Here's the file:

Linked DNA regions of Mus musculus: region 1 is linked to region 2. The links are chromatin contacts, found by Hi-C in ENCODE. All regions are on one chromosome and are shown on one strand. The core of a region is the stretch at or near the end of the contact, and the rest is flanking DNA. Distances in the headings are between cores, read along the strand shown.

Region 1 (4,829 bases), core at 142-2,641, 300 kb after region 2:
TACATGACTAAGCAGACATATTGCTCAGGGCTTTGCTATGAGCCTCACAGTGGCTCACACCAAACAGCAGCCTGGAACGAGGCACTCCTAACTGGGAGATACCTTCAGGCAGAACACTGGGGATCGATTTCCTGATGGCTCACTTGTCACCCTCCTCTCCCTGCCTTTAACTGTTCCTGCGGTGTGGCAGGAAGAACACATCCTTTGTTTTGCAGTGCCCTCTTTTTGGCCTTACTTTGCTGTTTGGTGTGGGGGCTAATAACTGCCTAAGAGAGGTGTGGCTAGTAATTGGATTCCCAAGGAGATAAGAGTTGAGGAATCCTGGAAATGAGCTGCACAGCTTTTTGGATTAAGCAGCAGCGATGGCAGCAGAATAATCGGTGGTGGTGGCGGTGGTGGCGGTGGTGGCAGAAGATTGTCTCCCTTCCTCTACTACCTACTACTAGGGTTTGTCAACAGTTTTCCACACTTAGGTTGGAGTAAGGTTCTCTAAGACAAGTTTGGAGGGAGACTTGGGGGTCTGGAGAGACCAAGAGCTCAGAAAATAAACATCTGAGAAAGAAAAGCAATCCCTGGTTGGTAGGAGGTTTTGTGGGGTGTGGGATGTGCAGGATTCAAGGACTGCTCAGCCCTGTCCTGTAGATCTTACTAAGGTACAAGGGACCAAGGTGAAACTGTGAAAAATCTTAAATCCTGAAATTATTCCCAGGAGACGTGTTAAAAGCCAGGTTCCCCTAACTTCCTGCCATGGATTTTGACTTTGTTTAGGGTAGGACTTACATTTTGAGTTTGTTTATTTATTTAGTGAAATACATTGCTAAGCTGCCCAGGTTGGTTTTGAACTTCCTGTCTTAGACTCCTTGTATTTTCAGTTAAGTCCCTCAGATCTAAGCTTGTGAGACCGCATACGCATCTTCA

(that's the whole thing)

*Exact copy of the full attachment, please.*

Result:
Linked DNA regions of Mus musculus: region 1 is linked to region 2. The links are chromatin contacts, found by Hi-C in ENCODE. All regions are on one chromosome and are shown on one strand. The core of a region is the stretch at or near the end of the contact, and the rest is flanking DNA. Distances in the headings are between cores, read along the strand shown.

Region 1 (4,829 bases), core at 142-2,641, 300 kb after region 2:
TACATGACTAAGCAGACATATTGCTCAGGGCTTTGCTATGAGCCTCACAGTGGCTCACACCAAACAGCAGCCTGGAACGAGGCACTCCTAACTGGGAGATACCTTCAGGCAGAACACTGGGGATCGATTTCCTGATGGCTCACTTGTCACCCTCCTCTCCCTGCCTTTAACTGTTCCTGCGGTGTGGCAGGAAGAACACATCCTTTGTTTTGCAGTGCCCTCTTTTTGGCCTTACTTTGCTGTTTGGTGTGGGGGCTAATAACTGCCTAAGAGAGGTGTGGCTAGTAATTGGATTCCCAAGGAGATAAGAGTTGAGGAATCCTGGAAATGAGCTGCACAGCTTTTTGGATTAAGCAGCAGCGATGGCAGCAGAATAATCGGTGGTGGTGGCGGTGGTGGCGGTGGTGGCAGAAGATTGTCTCCCTTCCTCTACTACCTACTACTAGGGTTTGTCAACAGTTTTCCACACTTAGGTTGGAGTAAGGTTCTCTAAGACAAGTTTGGAGGGAGACTTGGGGGTCTGGAGAGACCAAGAGCTCAGAAAATAAACATCTGAGAAAGAAAAGCAATCCCTGGTTGGTAGGAGGTTTTGTGGGGTGTGGGATGTGCAGGATTCAAGGACTGCTCAGCCCTGTCCTGTAGATCTTACTAAGGTACAAGGGACCAAGGTGAAACTGTGAAAAATCTTAAATCCTGAAATTATTCCCAGGAGACGTGTTAAAAGCCAGGTTCCCCTAACTTCCTGCCATGGATTTTGACTTTGTTTAGGGTAGGACTTACATTTTGAGTTTGTTTATTTATTTAGTGAAATACATTGCTAAGCTGCCCAGGTTGGTTTTGAACTTCCTGTCTTAGACTCCTTGTATTTTCAGTTAAGTCCCTCAGATCTAAGCTTGTGAGACCGCATACGCATCTTCA